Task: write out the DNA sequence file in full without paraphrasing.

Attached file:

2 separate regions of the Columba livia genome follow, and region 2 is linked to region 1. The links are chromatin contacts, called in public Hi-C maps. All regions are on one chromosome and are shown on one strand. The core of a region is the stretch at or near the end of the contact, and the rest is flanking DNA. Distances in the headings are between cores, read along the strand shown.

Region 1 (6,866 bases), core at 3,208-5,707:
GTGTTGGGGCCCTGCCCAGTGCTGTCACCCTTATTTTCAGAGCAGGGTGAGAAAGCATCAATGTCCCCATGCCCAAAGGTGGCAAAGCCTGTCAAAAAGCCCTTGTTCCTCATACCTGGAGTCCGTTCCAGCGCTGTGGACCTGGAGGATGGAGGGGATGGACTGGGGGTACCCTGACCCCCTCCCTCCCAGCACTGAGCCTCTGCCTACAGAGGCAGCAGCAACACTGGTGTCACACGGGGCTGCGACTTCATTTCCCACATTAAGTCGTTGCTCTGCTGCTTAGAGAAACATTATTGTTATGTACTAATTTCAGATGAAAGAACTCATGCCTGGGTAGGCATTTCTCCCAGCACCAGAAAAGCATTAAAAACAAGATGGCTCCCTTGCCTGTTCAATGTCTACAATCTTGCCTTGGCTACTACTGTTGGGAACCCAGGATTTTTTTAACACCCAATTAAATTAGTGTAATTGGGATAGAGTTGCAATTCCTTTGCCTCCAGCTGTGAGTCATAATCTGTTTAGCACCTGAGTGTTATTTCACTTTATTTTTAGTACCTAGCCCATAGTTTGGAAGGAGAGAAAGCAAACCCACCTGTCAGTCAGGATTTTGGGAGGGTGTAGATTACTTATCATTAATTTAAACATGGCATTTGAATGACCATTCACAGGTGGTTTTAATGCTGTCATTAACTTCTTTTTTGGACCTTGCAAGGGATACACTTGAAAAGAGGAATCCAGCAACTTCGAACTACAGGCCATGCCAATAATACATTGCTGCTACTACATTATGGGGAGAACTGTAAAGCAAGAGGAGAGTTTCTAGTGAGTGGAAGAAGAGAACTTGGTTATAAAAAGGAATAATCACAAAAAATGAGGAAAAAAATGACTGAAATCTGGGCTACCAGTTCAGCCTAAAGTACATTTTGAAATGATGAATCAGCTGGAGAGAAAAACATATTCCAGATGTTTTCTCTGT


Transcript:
2 separate regions of the Columba livia genome follow, and region 2 is linked to region 1. The links are chromatin contacts, called in public Hi-C maps. All regions are on one chromosome and are shown on one strand. The core of a region is the stretch at or near the end of the contact, and the rest is flanking DNA. Distances in the headings are between cores, read along the strand shown.

Region 1 (6,866 bases), core at 3,208-5,707:
GTGTTGGGGCCCTGCCCAGTGCTGTCACCCTTATTTTCAGAGCAGGGTGAGAAAGCATCAATGTCCCCATGCCCAAAGGTGGCAAAGCCTGTCAAAAAGCCCTTGTTCCTCATACCTGGAGTCCGTTCCAGCGCTGTGGACCTGGAGGATGGAGGGGATGGACTGGGGGTACCCTGACCCCCTCCCTCCCAGCACTGAGCCTCTGCCTACAGAGGCAGCAGCAACACTGGTGTCACACGGGGCTGCGACTTCATTTCCCACATTAAGTCGTTGCTCTGCTGCTTAGAGAAACATTATTGTTATGTACTAATTTCAGATGAAAGAACTCATGCCTGGGTAGGCATTTCTCCCAGCACCAGAAAAGCATTAAAAACAAGATGGCTCCCTTGCCTGTTCAATGTCTACAATCTTGCCTTGGCTACTACTGTTGGGAACCCAGGATTTTTTTAACACCCAATTAAATTAGTGTAATTGGGATAGAGTTGCAATTCCTTTGCCTCCAGCTGTGAGTCATAATCTGTTTAGCACCTGAGTGTTATTTCACTTTATTTTTAGTACCTAGCCCATAGTTTGGAAGGAGAGAAAGCAAACCCACCTGTCAGTCAGGATTTTGGGAGGGTGTAGATTACTTATCATTAATTTAAACATGGCATTTGAATGACCATTCACAGGTGGTTTTAATGCTGTCATTAACTTCTTTTTTGGACCTTGCAAGGGATACACTTGAAAAGAGGAATCCAGCAACTTCGAACTACAGGCCATGCCAATAATACATTGCTGCTACTACATTATGGGGAGAACTGTAAAGCAAGAGGAGAGTTTCTAGTGAGTGGAAGAAGAGAACTTGGTTATAAAAAGGAATAATCACAAAAAATGAGGAAAAAAATGACTGAAATCTGGGCTACCAGTTCAGCCTAAAGTACATTTTGAAATGATGAATCAGCTGGAGAGAAAAACATATTCCAGATGTTTTCTCTGT